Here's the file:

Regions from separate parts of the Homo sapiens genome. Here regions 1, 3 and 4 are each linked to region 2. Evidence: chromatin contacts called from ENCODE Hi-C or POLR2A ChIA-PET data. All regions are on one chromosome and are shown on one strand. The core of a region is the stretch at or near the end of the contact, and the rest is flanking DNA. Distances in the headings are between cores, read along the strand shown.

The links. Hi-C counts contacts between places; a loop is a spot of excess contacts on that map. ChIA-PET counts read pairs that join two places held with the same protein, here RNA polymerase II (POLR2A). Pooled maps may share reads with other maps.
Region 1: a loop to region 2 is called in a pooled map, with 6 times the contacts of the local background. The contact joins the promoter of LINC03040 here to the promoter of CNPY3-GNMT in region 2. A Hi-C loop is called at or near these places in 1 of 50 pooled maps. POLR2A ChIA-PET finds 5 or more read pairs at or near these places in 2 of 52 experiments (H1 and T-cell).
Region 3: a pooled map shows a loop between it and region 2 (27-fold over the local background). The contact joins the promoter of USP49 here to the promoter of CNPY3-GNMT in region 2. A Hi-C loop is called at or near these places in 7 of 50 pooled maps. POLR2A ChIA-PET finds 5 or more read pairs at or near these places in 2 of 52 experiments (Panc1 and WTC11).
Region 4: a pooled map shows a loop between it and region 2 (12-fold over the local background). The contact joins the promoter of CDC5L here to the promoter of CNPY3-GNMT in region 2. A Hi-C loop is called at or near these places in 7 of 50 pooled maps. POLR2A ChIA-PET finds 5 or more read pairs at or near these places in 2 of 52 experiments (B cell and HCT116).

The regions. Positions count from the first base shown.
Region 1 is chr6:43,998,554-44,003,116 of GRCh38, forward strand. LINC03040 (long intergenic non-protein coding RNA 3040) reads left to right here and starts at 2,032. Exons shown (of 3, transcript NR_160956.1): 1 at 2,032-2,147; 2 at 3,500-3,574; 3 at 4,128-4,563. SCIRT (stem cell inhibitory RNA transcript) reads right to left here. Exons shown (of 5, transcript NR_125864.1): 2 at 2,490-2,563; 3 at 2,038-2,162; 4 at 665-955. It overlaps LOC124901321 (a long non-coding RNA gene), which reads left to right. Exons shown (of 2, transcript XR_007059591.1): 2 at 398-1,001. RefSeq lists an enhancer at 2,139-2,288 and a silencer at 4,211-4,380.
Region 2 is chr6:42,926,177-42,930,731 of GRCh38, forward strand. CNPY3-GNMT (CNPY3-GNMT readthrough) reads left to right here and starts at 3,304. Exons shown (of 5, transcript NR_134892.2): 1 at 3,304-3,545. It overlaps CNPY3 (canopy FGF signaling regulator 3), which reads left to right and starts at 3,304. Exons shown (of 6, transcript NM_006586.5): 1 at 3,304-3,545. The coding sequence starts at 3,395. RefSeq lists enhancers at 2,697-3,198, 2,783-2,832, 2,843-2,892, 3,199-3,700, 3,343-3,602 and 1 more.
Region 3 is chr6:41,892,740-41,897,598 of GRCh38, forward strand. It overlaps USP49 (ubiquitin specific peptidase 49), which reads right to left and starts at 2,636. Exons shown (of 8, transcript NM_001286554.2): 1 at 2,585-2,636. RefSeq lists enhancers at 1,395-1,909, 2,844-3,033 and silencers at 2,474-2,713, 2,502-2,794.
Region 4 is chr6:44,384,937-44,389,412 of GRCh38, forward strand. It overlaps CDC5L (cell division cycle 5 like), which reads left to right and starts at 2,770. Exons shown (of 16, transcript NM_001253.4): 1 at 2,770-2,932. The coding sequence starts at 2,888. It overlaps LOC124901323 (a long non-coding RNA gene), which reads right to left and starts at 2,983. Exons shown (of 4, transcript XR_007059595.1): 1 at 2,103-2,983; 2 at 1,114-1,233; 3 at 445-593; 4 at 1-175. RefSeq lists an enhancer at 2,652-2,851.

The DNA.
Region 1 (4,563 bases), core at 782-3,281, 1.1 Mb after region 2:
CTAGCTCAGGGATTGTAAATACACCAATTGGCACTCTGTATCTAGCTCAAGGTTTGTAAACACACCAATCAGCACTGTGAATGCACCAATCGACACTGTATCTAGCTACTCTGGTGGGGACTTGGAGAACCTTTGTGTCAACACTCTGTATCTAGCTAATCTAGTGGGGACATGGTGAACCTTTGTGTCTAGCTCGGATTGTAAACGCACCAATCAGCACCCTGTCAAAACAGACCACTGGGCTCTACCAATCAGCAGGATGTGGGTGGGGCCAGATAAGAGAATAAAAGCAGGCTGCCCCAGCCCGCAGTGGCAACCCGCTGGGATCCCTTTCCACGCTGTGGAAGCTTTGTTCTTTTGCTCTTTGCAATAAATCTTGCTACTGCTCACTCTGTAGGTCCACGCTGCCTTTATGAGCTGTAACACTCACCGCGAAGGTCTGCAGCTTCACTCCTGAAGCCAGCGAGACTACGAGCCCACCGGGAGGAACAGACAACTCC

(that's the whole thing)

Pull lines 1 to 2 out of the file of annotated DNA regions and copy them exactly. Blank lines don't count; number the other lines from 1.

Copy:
Regions from separate parts of the Homo sapiens genome. Here regions 1, 3 and 4 are each linked to region 2. Evidence: chromatin contacts called from ENCODE Hi-C or POLR2A ChIA-PET data. All regions are on one chromosome and are shown on one strand. The core of a region is the stretch at or near the end of the contact, and the rest is flanking DNA. Distances in the headings are between cores, read along the strand shown.

The links. Hi-C counts contacts between places; a loop is a spot of excess contacts on that map. ChIA-PET counts read pairs that join two places held with the same protein, here RNA polymerase II (POLR2A). Pooled maps may share reads with other maps.